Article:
NEWARK - Attorney General Gurbir S. Grewal and the Division of Consumer Affairs today announced that the State Board of Medical Examiners has permanently revoked the license of a Burlington County family physician who allegedly prescribed massive quantities of opioid pain pills to patients for years without a legitimate purpose.
Dr. Moishe Starkman, who ran the Bordentown Family Practice PA., agreed to permanently cease practicing medicine in New Jersey in order to resolve allegations that he indiscriminately prescribed Fentanyl, Oxycodone and other controlled dangerous substances (“CDS”) to five patients he treated between 2012 and 2017, including one who fatally overdosed two months after his last visit.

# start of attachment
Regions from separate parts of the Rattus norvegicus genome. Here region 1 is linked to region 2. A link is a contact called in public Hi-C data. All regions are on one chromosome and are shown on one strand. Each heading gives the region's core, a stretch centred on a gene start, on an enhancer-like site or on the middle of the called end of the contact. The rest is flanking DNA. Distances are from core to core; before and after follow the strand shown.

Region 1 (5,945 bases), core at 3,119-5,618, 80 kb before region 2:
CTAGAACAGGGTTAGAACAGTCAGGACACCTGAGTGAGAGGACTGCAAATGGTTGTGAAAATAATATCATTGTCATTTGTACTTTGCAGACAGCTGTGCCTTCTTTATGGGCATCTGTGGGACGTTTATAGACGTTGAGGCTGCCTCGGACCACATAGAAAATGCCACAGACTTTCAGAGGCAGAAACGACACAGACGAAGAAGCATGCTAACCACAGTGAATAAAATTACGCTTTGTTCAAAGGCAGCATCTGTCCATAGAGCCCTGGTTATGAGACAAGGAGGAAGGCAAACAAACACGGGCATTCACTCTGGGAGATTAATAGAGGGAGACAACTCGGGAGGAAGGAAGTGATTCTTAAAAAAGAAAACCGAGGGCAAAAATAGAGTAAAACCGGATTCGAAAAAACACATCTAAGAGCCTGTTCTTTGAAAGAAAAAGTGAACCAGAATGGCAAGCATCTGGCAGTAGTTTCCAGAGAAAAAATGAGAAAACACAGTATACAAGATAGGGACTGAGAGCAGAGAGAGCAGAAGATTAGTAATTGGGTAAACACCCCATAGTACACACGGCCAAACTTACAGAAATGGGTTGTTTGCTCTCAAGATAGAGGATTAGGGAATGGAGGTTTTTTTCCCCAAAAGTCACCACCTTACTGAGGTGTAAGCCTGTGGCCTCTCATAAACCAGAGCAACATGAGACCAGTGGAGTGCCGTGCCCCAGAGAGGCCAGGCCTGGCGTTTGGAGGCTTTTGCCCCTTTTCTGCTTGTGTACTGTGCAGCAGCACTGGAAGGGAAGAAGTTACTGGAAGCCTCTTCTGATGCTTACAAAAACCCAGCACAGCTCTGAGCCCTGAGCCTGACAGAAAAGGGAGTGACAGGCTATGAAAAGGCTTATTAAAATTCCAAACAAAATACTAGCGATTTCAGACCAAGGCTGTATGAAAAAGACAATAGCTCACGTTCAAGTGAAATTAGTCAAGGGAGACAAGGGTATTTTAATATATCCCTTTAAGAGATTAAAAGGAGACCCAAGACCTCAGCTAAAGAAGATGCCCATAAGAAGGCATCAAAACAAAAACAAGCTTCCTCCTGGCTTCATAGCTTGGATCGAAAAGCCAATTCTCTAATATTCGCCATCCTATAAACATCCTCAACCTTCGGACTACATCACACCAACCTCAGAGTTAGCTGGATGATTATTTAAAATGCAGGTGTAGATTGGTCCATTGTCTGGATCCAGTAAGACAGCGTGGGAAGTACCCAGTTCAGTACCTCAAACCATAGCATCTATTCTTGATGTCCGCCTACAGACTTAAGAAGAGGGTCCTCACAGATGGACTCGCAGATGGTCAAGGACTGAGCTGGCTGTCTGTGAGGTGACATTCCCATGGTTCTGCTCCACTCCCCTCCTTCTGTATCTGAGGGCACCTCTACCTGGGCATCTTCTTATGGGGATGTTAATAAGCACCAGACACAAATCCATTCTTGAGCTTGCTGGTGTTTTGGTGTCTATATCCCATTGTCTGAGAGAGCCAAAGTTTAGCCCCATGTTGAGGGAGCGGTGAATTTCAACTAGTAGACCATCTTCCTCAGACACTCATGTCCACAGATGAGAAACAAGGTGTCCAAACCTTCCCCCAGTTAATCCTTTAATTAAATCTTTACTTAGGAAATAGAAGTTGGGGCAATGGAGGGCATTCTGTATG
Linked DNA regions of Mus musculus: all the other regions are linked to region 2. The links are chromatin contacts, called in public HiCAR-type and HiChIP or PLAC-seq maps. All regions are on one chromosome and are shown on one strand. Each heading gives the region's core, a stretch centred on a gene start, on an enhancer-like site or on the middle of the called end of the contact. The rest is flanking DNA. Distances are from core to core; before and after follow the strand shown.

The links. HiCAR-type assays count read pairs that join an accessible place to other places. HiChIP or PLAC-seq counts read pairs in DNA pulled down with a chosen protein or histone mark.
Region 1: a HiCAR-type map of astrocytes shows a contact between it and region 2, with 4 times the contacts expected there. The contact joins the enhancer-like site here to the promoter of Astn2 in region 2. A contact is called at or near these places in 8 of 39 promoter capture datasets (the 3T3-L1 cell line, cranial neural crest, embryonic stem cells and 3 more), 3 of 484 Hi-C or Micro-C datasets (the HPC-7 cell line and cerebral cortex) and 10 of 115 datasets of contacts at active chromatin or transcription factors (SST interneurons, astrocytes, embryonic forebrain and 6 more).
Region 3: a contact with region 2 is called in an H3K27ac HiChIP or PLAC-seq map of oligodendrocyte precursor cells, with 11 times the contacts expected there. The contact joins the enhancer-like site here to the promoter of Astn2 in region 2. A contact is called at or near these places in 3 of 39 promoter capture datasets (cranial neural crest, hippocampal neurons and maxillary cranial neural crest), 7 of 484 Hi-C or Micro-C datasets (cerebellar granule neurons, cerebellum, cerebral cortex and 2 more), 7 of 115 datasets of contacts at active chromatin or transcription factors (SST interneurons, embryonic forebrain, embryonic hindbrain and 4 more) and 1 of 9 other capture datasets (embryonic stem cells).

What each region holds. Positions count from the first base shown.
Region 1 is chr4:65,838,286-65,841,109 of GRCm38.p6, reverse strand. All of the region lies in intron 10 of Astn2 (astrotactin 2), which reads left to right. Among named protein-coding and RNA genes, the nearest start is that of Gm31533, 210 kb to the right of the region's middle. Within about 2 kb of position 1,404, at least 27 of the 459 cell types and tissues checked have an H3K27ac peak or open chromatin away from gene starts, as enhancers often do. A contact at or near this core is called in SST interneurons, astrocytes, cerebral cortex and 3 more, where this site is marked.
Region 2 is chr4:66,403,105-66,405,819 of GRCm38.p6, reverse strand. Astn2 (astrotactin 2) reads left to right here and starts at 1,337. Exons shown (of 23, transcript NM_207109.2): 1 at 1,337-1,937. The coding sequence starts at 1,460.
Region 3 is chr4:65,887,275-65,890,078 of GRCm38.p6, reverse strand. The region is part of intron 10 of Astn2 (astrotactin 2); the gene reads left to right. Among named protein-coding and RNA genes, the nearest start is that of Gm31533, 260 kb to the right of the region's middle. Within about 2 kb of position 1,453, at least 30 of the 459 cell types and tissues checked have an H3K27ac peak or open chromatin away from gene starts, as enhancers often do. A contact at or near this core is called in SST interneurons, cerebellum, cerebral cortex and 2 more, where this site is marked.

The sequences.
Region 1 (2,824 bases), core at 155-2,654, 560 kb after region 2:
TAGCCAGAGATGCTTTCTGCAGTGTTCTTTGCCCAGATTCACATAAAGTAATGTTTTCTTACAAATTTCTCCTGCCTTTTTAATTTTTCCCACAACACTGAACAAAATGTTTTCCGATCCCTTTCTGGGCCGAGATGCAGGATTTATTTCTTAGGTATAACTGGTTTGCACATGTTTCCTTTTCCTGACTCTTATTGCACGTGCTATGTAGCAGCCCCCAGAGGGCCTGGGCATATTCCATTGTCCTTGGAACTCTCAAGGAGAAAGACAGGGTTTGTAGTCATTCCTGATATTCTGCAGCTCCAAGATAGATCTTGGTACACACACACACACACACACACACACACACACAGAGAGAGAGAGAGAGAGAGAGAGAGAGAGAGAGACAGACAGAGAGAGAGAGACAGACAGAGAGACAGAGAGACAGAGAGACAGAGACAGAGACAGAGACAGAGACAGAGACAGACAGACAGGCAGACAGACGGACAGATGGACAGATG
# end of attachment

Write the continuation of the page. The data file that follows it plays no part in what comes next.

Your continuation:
Starkman allegedly prescribed CDS to patients for a variety of medical conditions he diagnosed without performing physical exams or conducting diagnostic tests, according to an Administrative Complaint filed against him last August. He allegedly prescribed hundreds of opioid pills to patients each month, even to those who showed signs they may have been addicted to the drugs or were diverting them for illegal use, the state alleged.
“To get the opioid crisis under control, we must crack down on the doctors who are recklessly fueling it,” said Attorney General Grewal. “We will continue shutting down these dangerous prescribers, one by one, until we have rooted out the problem.”